Thursday in Whitewater will be cloudy with a high of thirty-two. Sunrise is 7:02 AM and sunset 5:14 PM, for 10h 11m 52s of daytime. The moon is a waxing gibbous with 89.8% of its visible disk illuminated.
Today is the one thousand one hundred eighty-fifth day.
On this day in 1967, Stokely Carmichael speaks at UW-Whitewater as part of a forum series entitled Black Power and the Civil Rights Movement.
Recommended for reading in full —
The House Impeachment Managers write Trump won’t be vindicated. The Senate won’t be, either:
Over the past two weeks, we have argued the impeachment case against President Trump, presenting overwhelming evidence that he solicited foreign interference to cheat in the next election and jeopardized our national security by withholding hundreds of millions of dollars in security assistance to pressure Ukraine to do his political bidding. When the president got caught and his scheme was exposed, he tried to cover it up and obstruct Congress’s investigation in an unprecedented fashion. As the trial progressed, a growing number of Republican senators acknowledged that the House had proved the president’s serious misconduct.
Throughout the trial, new and incriminating evidence against the president came to light almost daily, and there can be no doubt that it will continue to emerge in books, in newspapers or in congressional hearings. Most important, reports of former national security adviser John Bolton’s forthcoming book only further confirm that the president illegally withheld military aid to Ukraine until Kyiv announced the sham investigations that the president sought for his political benefit.
The Washington Post editorial board writes History will remember Mitt Romney:
ON WEDNESDAY, as Senate Republicans prepared to acquit President Trump of abuse of power, Sen. Mitt Romney (R-Utah) offered a profile in courage. He announced he would vote to convict the president, becoming the only Republican to do so. Mr. Romney, alone, defied the partisanship and political incentives of the moment — and was willing to endure the punishment that is surely on its way — simply because he judged conviction to be the right call.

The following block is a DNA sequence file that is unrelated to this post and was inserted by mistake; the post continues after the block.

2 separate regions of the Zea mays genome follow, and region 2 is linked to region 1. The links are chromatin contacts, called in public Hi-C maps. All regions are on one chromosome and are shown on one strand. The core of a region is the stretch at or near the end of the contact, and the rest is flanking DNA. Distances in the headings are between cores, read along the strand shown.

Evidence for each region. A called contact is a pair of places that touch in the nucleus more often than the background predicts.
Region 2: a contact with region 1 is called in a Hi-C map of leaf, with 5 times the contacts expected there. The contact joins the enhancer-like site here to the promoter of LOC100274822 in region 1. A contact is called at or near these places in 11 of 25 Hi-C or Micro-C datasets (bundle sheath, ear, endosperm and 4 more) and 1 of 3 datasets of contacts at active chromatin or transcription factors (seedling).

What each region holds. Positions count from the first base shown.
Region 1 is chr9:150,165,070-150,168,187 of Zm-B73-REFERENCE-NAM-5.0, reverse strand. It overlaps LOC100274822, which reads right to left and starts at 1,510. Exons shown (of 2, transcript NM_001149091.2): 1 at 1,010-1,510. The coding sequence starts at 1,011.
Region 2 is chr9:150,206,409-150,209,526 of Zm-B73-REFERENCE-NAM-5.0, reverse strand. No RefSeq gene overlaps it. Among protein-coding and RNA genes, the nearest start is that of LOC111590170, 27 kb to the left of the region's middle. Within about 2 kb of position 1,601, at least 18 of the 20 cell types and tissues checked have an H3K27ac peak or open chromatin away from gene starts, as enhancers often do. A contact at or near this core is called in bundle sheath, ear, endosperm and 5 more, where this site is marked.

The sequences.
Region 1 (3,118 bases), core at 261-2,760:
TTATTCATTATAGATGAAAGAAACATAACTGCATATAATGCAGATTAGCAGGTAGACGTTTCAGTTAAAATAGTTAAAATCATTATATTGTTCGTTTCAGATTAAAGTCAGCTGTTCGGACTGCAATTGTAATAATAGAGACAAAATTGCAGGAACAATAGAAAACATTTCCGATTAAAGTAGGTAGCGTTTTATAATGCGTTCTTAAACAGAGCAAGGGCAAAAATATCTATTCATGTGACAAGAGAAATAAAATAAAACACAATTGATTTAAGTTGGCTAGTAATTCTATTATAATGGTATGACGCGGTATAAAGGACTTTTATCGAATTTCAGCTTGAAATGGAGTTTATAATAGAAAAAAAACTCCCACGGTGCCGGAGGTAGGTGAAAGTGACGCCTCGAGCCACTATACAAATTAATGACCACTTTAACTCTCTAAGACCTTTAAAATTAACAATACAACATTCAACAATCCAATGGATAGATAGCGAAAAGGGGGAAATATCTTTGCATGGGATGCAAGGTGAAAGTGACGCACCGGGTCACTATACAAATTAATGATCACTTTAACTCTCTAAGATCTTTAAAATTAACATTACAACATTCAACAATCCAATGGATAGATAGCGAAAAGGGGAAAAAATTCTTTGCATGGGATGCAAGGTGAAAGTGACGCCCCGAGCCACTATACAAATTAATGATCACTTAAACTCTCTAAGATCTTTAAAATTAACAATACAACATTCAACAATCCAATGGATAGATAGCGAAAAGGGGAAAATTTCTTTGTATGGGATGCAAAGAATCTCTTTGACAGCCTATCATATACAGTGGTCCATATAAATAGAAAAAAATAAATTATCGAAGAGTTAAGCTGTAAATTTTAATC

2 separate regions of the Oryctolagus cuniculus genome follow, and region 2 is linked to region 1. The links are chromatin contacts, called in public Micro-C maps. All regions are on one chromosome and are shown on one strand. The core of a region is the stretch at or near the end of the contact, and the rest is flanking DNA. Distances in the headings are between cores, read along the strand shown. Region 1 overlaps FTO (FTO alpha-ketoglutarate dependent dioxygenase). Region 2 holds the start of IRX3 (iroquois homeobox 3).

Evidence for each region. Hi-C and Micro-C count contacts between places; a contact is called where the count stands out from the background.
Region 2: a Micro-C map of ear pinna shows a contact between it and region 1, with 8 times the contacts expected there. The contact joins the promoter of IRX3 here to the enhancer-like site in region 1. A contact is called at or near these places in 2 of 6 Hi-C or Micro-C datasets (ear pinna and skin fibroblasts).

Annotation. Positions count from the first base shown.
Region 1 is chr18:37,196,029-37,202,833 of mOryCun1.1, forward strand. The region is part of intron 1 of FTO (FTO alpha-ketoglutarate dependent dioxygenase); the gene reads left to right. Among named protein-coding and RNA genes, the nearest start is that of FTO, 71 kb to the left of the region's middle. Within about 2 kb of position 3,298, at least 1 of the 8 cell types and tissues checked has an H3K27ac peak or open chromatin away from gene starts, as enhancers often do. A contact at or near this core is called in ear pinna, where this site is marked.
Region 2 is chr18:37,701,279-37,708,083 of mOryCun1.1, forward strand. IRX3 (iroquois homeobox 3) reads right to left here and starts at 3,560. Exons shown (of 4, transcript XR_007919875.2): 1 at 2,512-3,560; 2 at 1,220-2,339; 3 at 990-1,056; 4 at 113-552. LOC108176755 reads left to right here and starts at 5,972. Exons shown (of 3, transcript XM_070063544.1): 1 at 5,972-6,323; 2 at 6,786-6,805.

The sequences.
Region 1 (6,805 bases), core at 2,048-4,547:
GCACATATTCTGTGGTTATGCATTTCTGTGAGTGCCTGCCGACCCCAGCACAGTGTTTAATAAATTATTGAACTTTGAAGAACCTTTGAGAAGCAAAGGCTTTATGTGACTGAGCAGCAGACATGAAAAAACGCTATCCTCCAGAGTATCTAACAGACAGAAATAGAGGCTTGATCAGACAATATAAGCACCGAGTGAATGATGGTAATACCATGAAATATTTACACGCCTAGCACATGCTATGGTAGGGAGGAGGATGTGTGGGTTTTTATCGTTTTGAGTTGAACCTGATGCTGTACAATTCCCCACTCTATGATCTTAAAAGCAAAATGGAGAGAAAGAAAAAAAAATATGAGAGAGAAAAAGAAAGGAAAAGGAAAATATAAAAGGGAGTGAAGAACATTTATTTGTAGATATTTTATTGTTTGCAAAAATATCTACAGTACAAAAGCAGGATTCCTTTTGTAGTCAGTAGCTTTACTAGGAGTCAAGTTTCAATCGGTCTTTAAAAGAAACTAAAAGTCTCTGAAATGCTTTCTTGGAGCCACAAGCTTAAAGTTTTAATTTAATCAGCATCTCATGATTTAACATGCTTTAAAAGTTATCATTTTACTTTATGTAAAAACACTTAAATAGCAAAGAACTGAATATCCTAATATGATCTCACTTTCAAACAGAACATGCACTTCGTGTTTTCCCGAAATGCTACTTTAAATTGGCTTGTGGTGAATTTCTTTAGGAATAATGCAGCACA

Mr. Romney’s reasoning was simple: The president is obviously guilty. “There’s no question that the president asked a foreign power to investigate his political foe,” he said Wednesday. “There’s not much I can think of that would be a more egregious assault on our Constitution than trying to corrupt an election to maintain power. And that’s what the president did.”
Unlike many of his GOP colleagues, Mr. Romney refused to ignore the facts. “I don’t see how in good conscience I can reach a conclusion and not be true to what my heart and mind tells me is true,” he told the Deseret News shortly before his announcement.
Mr. Romney rejected on Wednesday the cynicism that has driven so many of his colleagues to avert their gaze from the roiling disaster of the Trump presidency. “He’s the president of the United States. I voted with him 80 percent of the time,” he said. “I agree with his economic policies and a lot of other policies. And yet he did something which was grievously wrong. And to say, well, you know, because I’m on his team and I agree with him most of the time, that I should then assent to a political motive, would be a real stain on our constitutional democracy.”
(One can be a critic of Romney and yet see that he has acted rightly, commendably, and enduringly on principle.)